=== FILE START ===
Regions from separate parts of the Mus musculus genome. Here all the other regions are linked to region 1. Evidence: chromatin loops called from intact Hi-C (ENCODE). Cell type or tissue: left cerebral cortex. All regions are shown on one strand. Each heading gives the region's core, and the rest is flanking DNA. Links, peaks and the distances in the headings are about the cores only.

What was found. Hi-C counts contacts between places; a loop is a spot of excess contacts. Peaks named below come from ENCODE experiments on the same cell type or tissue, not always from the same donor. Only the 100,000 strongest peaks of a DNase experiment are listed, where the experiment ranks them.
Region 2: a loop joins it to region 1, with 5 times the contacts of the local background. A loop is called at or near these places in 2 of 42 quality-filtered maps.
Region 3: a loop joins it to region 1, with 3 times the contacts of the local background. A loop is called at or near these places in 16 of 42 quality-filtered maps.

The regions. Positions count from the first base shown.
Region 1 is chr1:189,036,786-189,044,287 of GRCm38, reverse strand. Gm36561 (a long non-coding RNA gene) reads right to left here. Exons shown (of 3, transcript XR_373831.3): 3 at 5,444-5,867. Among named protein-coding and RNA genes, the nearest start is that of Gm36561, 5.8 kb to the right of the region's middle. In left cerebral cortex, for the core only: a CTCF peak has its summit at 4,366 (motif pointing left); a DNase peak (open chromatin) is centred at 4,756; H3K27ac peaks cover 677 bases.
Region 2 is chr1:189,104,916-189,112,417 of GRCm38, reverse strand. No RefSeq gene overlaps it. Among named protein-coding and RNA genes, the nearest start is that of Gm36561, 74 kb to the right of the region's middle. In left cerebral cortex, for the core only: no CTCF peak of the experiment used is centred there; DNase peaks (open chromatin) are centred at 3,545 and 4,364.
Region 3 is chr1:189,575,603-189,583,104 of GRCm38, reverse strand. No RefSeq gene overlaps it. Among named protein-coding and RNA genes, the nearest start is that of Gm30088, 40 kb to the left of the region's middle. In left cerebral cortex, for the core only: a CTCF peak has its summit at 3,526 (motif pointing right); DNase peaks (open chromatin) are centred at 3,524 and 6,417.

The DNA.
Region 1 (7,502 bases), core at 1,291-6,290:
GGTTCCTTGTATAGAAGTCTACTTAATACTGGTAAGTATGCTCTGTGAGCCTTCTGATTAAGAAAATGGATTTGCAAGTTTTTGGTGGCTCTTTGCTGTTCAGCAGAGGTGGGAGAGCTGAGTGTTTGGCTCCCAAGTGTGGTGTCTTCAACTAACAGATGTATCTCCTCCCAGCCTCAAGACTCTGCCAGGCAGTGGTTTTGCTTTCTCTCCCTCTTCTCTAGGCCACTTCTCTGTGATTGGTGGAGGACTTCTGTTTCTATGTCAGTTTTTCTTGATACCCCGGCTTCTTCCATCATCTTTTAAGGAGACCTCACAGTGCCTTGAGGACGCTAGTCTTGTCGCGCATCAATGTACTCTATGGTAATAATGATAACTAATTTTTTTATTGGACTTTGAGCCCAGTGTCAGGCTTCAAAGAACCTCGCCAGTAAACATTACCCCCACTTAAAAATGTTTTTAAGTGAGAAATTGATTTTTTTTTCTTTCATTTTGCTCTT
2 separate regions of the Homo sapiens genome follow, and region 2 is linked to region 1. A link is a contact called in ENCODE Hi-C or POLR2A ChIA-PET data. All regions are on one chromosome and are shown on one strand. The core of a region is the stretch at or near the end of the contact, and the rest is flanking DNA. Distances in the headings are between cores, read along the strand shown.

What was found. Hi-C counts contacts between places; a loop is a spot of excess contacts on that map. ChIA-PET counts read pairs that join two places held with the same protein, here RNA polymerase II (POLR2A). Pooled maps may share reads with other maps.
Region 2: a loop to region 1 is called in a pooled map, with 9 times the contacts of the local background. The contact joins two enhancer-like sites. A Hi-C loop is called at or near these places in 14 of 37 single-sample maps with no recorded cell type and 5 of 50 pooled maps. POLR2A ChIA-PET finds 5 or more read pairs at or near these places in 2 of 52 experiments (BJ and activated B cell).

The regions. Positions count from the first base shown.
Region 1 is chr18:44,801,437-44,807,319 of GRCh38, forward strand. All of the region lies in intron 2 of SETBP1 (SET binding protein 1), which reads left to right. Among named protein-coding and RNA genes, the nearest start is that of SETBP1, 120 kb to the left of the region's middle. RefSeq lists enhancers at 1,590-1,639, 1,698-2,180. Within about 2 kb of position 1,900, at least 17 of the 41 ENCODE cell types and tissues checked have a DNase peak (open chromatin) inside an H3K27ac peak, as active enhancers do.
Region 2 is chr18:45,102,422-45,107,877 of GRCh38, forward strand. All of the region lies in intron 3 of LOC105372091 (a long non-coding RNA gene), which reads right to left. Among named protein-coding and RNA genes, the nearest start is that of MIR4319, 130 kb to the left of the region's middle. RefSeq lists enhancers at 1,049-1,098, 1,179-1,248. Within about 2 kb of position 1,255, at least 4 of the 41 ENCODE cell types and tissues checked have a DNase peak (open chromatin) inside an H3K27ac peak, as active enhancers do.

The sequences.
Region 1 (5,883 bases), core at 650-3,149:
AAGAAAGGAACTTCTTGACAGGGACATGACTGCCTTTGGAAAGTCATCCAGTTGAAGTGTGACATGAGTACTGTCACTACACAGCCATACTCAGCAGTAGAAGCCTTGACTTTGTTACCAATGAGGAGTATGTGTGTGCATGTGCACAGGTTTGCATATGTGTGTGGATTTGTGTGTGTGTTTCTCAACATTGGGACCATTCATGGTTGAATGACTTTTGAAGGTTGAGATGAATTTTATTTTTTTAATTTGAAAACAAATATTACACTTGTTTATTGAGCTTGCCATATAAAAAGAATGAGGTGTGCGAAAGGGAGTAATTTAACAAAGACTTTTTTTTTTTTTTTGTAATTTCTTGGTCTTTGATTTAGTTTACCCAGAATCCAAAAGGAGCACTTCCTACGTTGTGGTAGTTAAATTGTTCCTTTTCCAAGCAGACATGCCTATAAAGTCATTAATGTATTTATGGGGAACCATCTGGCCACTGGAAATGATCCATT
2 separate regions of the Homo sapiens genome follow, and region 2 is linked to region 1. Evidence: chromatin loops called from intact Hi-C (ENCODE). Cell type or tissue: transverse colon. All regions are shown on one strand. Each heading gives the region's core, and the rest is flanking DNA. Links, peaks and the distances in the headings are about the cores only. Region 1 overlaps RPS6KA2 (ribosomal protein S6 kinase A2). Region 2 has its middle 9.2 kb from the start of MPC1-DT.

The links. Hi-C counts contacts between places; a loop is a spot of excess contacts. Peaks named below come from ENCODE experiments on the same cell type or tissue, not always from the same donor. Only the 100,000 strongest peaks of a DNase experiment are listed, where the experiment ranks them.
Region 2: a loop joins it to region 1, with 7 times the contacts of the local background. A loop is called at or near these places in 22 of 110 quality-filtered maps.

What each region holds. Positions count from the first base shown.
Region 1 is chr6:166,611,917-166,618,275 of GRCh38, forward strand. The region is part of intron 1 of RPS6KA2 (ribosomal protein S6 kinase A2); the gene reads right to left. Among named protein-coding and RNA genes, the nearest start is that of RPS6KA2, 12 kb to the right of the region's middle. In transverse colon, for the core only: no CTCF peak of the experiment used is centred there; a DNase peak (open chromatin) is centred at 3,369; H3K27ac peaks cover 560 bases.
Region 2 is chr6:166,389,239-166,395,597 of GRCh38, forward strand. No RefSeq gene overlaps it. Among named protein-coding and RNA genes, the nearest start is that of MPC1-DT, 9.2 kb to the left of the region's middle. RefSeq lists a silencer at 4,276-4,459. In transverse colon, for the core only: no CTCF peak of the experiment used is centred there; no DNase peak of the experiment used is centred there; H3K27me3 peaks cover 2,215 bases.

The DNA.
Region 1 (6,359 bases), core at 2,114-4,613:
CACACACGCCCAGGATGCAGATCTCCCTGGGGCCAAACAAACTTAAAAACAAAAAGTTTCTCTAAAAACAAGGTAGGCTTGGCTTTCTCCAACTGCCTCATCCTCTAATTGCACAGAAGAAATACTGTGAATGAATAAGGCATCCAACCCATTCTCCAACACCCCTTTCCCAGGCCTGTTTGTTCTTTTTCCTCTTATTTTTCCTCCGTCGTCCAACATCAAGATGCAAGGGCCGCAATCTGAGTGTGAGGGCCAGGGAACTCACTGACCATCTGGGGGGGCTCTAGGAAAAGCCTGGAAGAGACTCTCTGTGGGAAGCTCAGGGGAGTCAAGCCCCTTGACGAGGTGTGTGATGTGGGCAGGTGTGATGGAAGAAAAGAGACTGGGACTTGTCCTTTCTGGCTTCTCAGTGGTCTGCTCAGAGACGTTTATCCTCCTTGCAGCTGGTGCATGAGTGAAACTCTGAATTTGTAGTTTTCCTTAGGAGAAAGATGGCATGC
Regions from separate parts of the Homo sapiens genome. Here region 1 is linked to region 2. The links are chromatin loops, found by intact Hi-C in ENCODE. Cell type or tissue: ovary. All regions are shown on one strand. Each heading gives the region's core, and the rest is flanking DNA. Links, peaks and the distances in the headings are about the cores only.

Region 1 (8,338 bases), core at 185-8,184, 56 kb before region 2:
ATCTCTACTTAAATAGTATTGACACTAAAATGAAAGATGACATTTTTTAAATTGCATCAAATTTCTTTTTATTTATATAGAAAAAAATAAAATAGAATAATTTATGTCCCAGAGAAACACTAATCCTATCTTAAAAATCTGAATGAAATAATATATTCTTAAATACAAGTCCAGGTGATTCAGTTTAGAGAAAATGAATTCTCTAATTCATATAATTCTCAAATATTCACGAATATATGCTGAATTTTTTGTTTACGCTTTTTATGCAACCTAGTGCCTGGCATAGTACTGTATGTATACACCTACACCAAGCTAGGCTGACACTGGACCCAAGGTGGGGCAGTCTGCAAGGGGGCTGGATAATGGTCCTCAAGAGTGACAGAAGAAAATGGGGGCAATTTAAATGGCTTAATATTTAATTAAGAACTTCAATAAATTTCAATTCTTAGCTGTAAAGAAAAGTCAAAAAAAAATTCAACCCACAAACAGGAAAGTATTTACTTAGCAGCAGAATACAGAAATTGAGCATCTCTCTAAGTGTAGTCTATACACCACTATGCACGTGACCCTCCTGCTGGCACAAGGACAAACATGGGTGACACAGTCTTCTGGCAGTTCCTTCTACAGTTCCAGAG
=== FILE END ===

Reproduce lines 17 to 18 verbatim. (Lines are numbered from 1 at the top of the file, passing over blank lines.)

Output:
Region 2 is chr18:45,102,422-45,107,877 of GRCh38, forward strand. All of the region lies in intron 3 of LOC105372091 (a long non-coding RNA gene), which reads right to left. Among named protein-coding and RNA genes, the nearest start is that of MIR4319, 130 kb to the left of the region's middle. RefSeq lists enhancers at 1,049-1,098, 1,179-1,248. Within about 2 kb of position 1,255, at least 4 of the 41 ENCODE cell types and tissues checked have a DNase peak (open chromatin) inside an H3K27ac peak, as active enhancers do.

The sequences.